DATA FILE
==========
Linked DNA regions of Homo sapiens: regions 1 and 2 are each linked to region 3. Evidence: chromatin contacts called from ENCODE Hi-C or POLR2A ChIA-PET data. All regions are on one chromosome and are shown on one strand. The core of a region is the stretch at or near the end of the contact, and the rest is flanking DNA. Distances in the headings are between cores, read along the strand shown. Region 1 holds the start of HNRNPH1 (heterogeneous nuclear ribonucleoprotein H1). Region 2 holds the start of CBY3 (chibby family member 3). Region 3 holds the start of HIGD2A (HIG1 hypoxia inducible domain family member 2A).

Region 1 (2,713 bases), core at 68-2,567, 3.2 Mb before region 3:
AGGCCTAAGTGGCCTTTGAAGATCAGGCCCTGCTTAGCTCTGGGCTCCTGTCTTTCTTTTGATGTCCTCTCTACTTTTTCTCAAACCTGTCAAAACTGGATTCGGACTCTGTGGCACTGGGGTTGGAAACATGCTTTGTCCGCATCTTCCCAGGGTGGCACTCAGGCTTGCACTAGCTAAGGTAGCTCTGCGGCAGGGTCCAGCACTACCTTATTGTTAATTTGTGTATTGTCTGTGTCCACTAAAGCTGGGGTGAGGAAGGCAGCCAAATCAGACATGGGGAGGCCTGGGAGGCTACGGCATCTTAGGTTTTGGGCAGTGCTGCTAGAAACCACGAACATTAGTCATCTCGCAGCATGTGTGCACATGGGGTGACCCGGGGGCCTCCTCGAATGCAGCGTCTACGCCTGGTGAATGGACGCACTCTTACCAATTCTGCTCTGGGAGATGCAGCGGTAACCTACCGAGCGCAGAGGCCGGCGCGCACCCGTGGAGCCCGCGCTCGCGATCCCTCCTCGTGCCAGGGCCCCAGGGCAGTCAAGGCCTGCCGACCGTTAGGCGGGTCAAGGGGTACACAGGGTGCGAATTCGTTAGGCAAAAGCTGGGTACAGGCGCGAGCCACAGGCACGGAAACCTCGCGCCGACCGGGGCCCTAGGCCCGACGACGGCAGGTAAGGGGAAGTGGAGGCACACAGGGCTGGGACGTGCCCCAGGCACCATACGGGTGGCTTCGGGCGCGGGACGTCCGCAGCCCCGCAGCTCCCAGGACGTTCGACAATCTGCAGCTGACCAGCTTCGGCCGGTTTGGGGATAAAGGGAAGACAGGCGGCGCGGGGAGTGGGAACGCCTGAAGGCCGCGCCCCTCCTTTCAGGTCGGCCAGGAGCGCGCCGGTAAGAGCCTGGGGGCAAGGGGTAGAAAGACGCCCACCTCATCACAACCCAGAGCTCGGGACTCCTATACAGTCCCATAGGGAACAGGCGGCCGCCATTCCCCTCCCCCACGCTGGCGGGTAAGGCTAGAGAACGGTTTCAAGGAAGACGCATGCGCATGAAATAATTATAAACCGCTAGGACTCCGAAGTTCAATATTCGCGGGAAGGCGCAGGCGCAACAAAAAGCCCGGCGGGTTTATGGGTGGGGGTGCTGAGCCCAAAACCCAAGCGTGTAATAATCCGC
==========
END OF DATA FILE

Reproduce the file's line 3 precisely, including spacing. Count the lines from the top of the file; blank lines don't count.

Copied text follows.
AGGCCTAAGTGGCCTTTGAAGATCAGGCCCTGCTTAGCTCTGGGCTCCTGTCTTTCTTTTGATGTCCTCTCTACTTTTTCTCAAACCTGTCAAAACTGGATTCGGACTCTGTGGCACTGGGGTTGGAAACATGCTTTGTCCGCATCTTCCCAGGGTGGCACTCAGGCTTGCACTAGCTAAGGTAGCTCTGCGGCAGGGTCCAGCACTACCTTATTGTTAATTTGTGTATTGTCTGTGTCCACTAAAGCTGGGGTGAGGAAGGCAGCCAAATCAGACATGGGGAGGCCTGGGAGGCTACGGCATCTTAGGTTTTGGGCAGTGCTGCTAGAAACCACGAACATTAGTCATCTCGCAGCATGTGTGCACATGGGGTGACCCGGGGGCCTCCTCGAATGCAGCGTCTACGCCTGGTGAATGGACGCACTCTTACCAATTCTGCTCTGGGAGATGCAGCGGTAACCTACCGAGCGCAGAGGCCGGCGCGCACCCGTGGAGCCCGCGCTCGCGATCCCTCCTCGTGCCAGGGCCCCAGGGCAGTCAAGGCCTGCCGACCGTTAGGCGGGTCAAGGGGTACACAGGGTGCGAATTCGTTAGGCAAAAGCTGGGTACAGGCGCGAGCCACAGGCACGGAAACCTCGCGCCGACCGGGGCCCTAGGCCCGACGACGGCAGGTAAGGGGAAGTGGAGGCACACAGGGCTGGGACGTGCCCCAGGCACCATACGGGTGGCTTCGGGCGCGGGACGTCCGCAGCCCCGCAGCTCCCAGGACGTTCGACAATCTGCAGCTGACCAGCTTCGGCCGGTTTGGGGATAAAGGGAAGACAGGCGGCGCGGGGAGTGGGAACGCCTGAAGGCCGCGCCCCTCCTTTCAGGTCGGCCAGGAGCGCGCCGGTAAGAGCCTGGGGGCAAGGGGTAGAAAGACGCCCACCTCATCACAACCCAGAGCTCGGGACTCCTATACAGTCCCATAGGGAACAGGCGGCCGCCATTCCCCTCCCCCACGCTGGCGGGTAAGGCTAGAGAACGGTTTCAAGGAAGACGCATGCGCATGAAATAATTATAAACCGCTAGGACTCCGAAGTTCAATATTCGCGGGAAGGCGCAGGCGCAACAAAAAGCCCGGCGGGTTTATGGGTGGGGGTGCTGAGCCCAAAACCCAAGCGTGTAATAATCCGC